When we were faced with the case of this patient, we were sailing an uncharted sea. First of all, we shared our concerns with the patient. Being a retired police officer, he was the sort of “if it ain’t broken, do not fix it” type of person. We searched the literature again using Google and PubMed to no avail. A couple of weeks after the first encounter, there was a “stand-alone meeting” sponsored by one of the manufacturers of SGLT2 inhibitors. A question was asked to the eminent international speaker in public if he had any experience with SGLT2 inhibitors in KT recipients. He admitted lack of any experience and simply reiterated the current guidance on eGFR cutoff points [11]. We phrased the question on ResearchGate in a challenging tone, “would you use SGLT2 inhibitor in a T2DM patient who is a KT recipient and eGFR > 60?,” in an attempt to draw attention to the problem. Most respondents had no personal experience. Concern about infection in the presence of steroids and immunosuppressant therapy and concern about the negative impact on renal function was expressed.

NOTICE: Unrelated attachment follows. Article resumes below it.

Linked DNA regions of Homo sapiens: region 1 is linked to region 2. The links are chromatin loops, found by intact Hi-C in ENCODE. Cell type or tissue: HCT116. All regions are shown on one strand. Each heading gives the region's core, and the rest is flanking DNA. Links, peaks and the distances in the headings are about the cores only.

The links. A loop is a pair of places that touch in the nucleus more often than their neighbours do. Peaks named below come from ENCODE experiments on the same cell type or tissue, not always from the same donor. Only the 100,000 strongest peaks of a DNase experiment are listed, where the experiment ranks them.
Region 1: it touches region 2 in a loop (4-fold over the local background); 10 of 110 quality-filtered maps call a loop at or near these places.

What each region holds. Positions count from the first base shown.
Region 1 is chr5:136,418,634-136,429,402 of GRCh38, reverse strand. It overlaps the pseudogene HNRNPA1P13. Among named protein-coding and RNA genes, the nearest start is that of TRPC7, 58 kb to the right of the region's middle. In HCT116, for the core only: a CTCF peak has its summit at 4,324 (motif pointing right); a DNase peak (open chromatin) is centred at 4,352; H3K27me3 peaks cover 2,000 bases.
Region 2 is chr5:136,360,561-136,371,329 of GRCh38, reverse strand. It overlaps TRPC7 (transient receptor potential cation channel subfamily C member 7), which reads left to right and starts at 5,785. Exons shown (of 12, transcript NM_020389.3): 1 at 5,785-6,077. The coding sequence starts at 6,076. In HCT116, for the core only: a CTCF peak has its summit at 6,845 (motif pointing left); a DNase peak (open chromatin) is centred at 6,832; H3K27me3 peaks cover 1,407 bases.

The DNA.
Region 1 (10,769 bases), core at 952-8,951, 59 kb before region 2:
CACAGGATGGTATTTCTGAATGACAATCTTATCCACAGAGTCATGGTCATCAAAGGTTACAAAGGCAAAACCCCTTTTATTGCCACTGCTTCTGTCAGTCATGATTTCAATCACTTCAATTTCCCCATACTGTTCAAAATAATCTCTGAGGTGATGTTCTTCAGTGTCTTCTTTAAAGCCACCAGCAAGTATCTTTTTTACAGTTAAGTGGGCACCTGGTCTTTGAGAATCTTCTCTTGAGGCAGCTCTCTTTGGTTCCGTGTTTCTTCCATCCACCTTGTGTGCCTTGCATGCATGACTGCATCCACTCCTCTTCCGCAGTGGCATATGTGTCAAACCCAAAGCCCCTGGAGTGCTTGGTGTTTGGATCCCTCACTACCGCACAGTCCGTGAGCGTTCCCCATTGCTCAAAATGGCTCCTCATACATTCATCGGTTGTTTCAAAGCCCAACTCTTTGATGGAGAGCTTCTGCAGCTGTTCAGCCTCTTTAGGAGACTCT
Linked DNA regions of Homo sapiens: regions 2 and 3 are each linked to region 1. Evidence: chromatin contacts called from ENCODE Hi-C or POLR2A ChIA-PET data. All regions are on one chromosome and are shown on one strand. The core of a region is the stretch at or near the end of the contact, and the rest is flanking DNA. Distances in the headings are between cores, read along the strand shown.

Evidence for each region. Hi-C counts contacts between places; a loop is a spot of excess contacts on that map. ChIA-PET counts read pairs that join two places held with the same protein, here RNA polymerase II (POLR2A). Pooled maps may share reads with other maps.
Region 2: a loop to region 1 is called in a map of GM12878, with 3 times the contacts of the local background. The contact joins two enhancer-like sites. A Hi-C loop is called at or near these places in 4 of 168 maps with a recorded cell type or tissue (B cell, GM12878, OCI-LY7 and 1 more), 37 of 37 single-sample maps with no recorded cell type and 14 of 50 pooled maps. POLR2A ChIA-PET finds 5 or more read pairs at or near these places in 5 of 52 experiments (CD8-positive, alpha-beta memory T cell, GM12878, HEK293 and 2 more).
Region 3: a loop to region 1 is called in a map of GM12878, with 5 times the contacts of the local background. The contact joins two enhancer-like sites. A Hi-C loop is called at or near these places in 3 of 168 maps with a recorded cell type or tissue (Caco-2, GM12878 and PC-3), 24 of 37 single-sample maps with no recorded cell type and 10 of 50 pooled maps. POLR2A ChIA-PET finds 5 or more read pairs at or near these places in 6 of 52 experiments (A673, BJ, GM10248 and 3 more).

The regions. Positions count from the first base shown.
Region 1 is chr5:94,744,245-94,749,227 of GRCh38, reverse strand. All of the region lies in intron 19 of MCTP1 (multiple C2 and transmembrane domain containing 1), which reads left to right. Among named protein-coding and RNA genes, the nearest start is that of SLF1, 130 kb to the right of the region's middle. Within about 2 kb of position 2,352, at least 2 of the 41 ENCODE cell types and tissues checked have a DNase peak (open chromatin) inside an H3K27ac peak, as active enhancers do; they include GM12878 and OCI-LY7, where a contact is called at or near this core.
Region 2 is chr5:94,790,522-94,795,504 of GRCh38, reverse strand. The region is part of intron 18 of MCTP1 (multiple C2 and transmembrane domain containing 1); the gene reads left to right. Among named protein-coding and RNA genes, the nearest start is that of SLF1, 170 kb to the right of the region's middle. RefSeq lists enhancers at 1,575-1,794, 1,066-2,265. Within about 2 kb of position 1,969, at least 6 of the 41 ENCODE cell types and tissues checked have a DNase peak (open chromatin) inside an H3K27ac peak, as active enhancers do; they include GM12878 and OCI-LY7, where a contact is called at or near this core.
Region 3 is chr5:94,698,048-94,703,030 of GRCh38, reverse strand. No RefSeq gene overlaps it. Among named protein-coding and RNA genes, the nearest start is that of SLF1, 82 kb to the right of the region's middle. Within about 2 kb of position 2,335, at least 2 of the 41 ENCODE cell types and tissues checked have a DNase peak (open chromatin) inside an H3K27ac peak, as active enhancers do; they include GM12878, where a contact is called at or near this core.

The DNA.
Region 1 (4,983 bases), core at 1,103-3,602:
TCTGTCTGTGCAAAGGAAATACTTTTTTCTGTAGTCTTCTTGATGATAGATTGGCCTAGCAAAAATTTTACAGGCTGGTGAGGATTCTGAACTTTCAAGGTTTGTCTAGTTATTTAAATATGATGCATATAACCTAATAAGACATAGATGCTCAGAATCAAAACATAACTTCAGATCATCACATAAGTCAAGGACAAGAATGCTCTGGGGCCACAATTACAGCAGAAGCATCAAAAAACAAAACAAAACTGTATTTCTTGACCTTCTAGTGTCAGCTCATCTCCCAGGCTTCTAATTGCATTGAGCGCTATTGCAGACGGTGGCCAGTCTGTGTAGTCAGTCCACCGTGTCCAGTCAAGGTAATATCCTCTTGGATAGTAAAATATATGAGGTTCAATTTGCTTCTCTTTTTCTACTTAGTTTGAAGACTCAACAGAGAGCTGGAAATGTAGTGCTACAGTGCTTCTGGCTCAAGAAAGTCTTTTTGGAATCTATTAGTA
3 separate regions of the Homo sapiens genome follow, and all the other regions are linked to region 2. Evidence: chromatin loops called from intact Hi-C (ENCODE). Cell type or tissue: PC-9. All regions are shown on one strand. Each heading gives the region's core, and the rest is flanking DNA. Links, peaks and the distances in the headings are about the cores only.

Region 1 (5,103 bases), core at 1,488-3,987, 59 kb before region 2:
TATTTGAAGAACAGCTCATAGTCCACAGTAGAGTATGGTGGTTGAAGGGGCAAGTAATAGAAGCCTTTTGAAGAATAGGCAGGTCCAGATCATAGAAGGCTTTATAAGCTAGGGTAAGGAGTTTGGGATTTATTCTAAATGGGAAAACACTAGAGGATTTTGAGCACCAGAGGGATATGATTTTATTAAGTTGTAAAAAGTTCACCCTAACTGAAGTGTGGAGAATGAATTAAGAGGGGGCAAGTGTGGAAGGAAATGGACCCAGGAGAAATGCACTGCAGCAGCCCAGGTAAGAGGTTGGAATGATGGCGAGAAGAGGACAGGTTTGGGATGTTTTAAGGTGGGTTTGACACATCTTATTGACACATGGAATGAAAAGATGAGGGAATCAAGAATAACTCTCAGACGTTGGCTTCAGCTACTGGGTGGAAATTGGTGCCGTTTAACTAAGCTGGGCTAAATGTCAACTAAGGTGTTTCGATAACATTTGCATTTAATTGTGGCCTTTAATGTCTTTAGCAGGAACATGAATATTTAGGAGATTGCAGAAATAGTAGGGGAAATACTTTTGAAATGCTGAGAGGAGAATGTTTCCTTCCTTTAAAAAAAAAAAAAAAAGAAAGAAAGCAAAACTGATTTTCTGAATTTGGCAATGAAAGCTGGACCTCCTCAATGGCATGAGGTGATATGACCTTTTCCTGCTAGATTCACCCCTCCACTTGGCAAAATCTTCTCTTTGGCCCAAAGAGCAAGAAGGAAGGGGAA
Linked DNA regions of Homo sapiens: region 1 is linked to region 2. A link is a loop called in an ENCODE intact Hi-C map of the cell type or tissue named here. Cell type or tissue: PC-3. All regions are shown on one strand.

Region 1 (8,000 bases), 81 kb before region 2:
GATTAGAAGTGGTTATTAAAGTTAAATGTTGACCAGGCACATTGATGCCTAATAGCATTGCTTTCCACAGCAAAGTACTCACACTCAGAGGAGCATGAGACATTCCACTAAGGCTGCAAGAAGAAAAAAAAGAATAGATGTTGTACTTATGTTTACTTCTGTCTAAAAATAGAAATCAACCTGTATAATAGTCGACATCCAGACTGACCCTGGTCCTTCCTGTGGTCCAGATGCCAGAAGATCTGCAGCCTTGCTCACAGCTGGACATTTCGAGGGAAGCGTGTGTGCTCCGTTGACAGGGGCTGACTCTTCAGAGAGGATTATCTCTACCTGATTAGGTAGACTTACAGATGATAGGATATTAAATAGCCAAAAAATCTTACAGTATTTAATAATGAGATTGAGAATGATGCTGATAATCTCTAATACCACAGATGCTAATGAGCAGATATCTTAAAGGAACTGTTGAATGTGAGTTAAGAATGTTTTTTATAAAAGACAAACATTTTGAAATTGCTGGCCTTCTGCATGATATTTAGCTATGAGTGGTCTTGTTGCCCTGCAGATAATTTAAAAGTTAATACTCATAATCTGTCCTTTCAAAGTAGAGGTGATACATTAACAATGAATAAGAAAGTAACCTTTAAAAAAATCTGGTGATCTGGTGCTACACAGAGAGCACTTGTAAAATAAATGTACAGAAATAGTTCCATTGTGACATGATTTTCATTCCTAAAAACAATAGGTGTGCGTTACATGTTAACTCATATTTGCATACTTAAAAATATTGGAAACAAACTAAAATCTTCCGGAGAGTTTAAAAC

To our knowledge, there are no fully reported trials in diabetic KT patients. Nonetheless, 2 reports are relevant to the present argument [12, 13]. Rajasekeran et al. [12] described a short-term experience with transplant recipients treated with canagliflozin. There were no urinary or mycotic infections diagnosed during treatment. One patient experienced hypoglycemia that did not require hospitalization, and 1 patient developed cellulitis. No patients suffered acute rejection or acute kidney injury. Another study from Korea available in abstract form evaluated the safety and efficacy of an SGLT2 inhibitor in 25 KT patients who were treated with dapagliflozin 5 mg/day [13]. Three patients had type 1 DM, and 7 had NODAT. Sixteen patients were on insulin with or without oral agents. Diuretics were stopped before the initiation of the study drug. Baseline mean HbA1c was 7.9%, and it decreased significantly at 3 and 6 months to 7.4%. Mean body weight was significantly reduced from 72 to 68 kg at 12 months. Two patients stopped insulin, and the other 4 patients could reduce the dose of insulin by ≥20%. eGFR did not change significantly (71.1 ± 20.1 mL/min at baseline, 71.5 ± 25.8 mL/min at 12 months). Clinically apparent acute graft dysfunction was not observed. Office blood pressure also was not improved considerably, but 10 of 24 patients had a decrease in the number and dose of antihypertensives. There was no significant change in the urine albumin-creatinine ratio at 1 year. Six patients discontinued the study drug due to acute cystitis in 2, weight loss in 1, and lack of efficacy in 3. Therefore, the SGLT2 inhibitor in this study seemed to be beneficial in the glucose control of transplant patients, with an acceptable safety profile. Our case report lends support to this case series with a much more extended observation period. Another clinical trial is ongoing at the University of Vienna, Austria [14]. It plans to include 16 patients with stable renal allograft function, stable immunosuppressive therapy, and NODAT, on standard antidiabetic treatment (exogenous insulin < 40 IU). The primary endpoint is 2-h blood glucose during an oral glucose tolerance test immediately prior and 1 month after the start of empagliflozin monotherapy. Safety endpoints include clinically concerning hyperglycemia after discontinuation of exogenous insulin, ketoacidosis, urinary tract infections and genital infections, worsening of renal function, hypoglycemia, hospitalizations, CV events, and death. Although this is not an identical clinical situation, its results should provide some useful physiological and mechanistic information.